The Government is Eliminating the “Stretch IRA” in its Latest Spending Bill
One of the several retirement provisions changes that are found in a bipartisan $1.4 trillion spending package is the eliminate of a financial planning tactic called the “stretch IRA.”
The maneuver applies to beneficiaries of individual retirement accounts and certain workplace retirement plans like 401(k) plans. Current tax rules state that beneficiaries, such as children and grandchildren, who inherit retirement accounts when the account owner dies must take distributions from those accounts over a certain time period. Today, a 40-year-old inheriting a deceased parent’s IRA, could theoretically take distributions from the account over a period of more than 30 years.
The legislation passed the House of Representatives Tuesday afternoon. The measure now heads to the Senate and is expected to be signed into law by President Donald Trump by Friday. The new rules around the stretch IRA would require beneficiaries of 401(k) plans and IRAs to withdraw all the money from inherited retirement accounts over 10 years. Failing to withdraw funds within the 10-year period would result in a 50% tax penalty on assets remaining in the account.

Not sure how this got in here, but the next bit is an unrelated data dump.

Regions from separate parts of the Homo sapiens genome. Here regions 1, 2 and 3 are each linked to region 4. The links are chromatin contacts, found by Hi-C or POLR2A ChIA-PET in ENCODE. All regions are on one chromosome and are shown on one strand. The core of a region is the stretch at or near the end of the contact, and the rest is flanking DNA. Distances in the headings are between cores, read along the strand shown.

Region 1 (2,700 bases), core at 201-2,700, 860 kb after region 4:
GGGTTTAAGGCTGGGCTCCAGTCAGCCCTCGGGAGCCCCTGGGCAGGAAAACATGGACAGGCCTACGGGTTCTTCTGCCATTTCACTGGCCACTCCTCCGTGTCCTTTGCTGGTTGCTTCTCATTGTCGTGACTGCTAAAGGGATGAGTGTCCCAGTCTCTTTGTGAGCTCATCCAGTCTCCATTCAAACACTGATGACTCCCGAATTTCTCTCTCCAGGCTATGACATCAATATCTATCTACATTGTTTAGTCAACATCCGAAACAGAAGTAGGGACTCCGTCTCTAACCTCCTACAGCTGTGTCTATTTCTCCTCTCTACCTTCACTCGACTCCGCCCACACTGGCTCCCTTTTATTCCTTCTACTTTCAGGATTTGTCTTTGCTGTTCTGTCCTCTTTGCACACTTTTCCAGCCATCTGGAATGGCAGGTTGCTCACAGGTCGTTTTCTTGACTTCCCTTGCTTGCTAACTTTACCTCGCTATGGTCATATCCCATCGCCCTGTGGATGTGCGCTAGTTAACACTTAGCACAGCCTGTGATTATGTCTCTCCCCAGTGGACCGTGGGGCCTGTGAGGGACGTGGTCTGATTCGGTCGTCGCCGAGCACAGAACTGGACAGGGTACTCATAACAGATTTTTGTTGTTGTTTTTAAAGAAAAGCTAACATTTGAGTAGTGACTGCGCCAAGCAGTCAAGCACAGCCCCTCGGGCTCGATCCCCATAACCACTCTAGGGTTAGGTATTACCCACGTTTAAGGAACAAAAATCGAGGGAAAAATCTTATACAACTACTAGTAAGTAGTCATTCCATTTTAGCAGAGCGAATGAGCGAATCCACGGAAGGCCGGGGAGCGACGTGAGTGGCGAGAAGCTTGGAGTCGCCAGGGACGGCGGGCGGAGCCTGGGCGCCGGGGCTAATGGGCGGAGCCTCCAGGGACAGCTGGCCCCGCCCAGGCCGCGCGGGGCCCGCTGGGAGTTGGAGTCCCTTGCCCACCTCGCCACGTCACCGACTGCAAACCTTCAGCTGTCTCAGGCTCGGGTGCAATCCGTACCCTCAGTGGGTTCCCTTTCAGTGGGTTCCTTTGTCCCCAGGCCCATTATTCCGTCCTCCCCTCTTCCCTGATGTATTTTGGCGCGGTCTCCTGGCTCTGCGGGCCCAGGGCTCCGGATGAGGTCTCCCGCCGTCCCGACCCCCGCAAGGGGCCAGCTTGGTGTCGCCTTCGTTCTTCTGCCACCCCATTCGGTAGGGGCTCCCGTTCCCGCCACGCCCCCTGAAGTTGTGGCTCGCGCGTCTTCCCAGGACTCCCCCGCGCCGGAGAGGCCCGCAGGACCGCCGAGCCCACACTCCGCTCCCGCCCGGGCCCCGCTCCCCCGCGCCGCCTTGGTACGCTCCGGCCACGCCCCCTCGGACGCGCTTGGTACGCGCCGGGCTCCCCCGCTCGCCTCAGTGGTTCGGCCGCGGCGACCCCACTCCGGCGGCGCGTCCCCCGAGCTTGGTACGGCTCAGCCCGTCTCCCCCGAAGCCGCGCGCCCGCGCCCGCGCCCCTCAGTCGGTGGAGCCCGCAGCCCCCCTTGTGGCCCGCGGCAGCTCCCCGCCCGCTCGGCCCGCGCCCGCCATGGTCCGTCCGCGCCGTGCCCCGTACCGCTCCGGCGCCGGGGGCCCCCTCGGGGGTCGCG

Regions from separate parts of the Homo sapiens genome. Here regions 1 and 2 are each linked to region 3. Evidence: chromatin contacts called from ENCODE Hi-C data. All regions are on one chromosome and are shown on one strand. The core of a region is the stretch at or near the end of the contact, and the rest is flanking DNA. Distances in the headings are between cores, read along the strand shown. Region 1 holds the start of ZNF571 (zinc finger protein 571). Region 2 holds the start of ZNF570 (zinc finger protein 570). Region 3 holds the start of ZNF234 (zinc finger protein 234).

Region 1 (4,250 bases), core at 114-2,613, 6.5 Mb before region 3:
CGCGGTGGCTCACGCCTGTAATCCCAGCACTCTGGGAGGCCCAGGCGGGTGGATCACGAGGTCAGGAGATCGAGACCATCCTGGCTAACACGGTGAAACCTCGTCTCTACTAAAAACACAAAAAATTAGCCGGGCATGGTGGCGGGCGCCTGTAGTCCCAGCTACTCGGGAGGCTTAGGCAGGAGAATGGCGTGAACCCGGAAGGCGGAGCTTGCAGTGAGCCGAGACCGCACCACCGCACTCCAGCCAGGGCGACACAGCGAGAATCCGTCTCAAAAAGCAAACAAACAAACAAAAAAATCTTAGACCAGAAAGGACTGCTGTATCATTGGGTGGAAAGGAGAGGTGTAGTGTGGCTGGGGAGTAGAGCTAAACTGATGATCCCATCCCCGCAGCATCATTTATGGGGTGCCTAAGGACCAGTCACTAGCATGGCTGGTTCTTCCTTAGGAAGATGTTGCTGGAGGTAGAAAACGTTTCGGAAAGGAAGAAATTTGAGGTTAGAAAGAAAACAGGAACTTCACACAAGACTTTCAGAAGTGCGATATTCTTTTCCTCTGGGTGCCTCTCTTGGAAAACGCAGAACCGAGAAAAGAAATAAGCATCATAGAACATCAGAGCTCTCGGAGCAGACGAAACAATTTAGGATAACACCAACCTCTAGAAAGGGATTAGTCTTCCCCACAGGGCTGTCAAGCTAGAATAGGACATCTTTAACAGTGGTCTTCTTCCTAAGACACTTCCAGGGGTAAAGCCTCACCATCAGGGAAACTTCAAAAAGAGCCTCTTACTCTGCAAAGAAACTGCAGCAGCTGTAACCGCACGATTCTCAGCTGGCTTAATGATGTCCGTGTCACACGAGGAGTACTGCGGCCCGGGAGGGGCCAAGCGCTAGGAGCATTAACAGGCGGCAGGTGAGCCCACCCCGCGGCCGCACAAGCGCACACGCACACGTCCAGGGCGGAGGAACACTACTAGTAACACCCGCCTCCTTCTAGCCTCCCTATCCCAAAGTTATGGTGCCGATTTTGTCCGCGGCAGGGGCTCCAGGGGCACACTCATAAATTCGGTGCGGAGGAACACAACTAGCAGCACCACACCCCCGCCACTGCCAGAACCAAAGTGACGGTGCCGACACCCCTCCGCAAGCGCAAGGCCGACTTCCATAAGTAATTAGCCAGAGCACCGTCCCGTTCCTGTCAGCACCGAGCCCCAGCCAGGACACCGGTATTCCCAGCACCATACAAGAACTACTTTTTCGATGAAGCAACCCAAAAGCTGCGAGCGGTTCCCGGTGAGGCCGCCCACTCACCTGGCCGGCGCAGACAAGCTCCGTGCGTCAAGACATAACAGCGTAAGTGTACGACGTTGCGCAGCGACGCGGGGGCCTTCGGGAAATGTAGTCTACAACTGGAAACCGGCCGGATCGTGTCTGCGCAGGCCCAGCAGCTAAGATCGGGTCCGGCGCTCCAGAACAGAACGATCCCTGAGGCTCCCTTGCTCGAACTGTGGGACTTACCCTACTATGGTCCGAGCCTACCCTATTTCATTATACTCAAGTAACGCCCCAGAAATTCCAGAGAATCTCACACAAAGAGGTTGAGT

New rules would cut tax benefits to consumers in two primary ways, according to Jamie Hopkins, the director of retirement research and vice president of private client services at Carson Group.
“For most people, that would push them into a higher tax rate,” Hopkins said, due to larger withdraws. Additionally, assets held in an inherited retirement account would have a shorter amount of time to grow on a tax-deferred basis.
The Congressional Budget Office projected in April that the elimination of stretch IRAs and workplace retirement plans would raise nearly $16 billion over a decade.
“In some cases it may be better to die on Dec. 31, 2019 than Jan. 1, 2020,” said David Levine, an attorney at Groom Law Group. (Taxpayers who inherit a retirement account from an account owner who dies after Dec. 31, 2019 would be subject to the new distribution rules. Accounts of those who die before the end of the year would be subject to the old distribution rules.)